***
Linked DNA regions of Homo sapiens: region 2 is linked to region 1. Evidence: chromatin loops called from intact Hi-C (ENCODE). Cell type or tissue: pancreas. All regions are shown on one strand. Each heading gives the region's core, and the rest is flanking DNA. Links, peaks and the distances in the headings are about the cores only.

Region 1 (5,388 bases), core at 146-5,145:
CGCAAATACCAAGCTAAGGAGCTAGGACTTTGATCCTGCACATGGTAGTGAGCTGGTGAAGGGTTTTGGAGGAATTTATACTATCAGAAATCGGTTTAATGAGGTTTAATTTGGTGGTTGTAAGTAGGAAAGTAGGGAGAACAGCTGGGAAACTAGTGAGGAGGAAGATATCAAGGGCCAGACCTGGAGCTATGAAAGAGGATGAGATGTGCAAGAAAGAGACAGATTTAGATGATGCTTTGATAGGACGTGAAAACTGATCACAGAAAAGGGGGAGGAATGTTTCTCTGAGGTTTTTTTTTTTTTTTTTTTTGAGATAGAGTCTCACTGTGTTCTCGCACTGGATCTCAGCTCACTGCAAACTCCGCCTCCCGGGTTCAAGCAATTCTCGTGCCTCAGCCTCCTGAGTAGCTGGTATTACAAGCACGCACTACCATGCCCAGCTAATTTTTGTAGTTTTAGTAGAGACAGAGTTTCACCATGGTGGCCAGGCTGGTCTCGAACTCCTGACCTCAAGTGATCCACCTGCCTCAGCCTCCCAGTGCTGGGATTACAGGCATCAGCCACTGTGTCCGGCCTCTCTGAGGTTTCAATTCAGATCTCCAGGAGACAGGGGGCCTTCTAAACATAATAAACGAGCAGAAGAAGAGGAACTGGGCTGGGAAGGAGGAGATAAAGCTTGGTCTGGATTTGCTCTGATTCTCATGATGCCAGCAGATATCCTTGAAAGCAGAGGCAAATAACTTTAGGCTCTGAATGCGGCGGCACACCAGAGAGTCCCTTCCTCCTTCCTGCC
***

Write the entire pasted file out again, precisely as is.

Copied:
Linked DNA regions of Homo sapiens: region 2 is linked to region 1. Evidence: chromatin loops called from intact Hi-C (ENCODE). Cell type or tissue: pancreas. All regions are shown on one strand. Each heading gives the region's core, and the rest is flanking DNA. Links, peaks and the distances in the headings are about the cores only.

Region 1 (5,388 bases), core at 146-5,145:
CGCAAATACCAAGCTAAGGAGCTAGGACTTTGATCCTGCACATGGTAGTGAGCTGGTGAAGGGTTTTGGAGGAATTTATACTATCAGAAATCGGTTTAATGAGGTTTAATTTGGTGGTTGTAAGTAGGAAAGTAGGGAGAACAGCTGGGAAACTAGTGAGGAGGAAGATATCAAGGGCCAGACCTGGAGCTATGAAAGAGGATGAGATGTGCAAGAAAGAGACAGATTTAGATGATGCTTTGATAGGACGTGAAAACTGATCACAGAAAAGGGGGAGGAATGTTTCTCTGAGGTTTTTTTTTTTTTTTTTTTTGAGATAGAGTCTCACTGTGTTCTCGCACTGGATCTCAGCTCACTGCAAACTCCGCCTCCCGGGTTCAAGCAATTCTCGTGCCTCAGCCTCCTGAGTAGCTGGTATTACAAGCACGCACTACCATGCCCAGCTAATTTTTGTAGTTTTAGTAGAGACAGAGTTTCACCATGGTGGCCAGGCTGGTCTCGAACTCCTGACCTCAAGTGATCCACCTGCCTCAGCCTCCCAGTGCTGGGATTACAGGCATCAGCCACTGTGTCCGGCCTCTCTGAGGTTTCAATTCAGATCTCCAGGAGACAGGGGGCCTTCTAAACATAATAAACGAGCAGAAGAAGAGGAACTGGGCTGGGAAGGAGGAGATAAAGCTTGGTCTGGATTTGCTCTGATTCTCATGATGCCAGCAGATATCCTTGAAAGCAGAGGCAAATAACTTTAGGCTCTGAATGCGGCGGCACACCAGAGAGTCCCTTCCTCCTTCCTGCC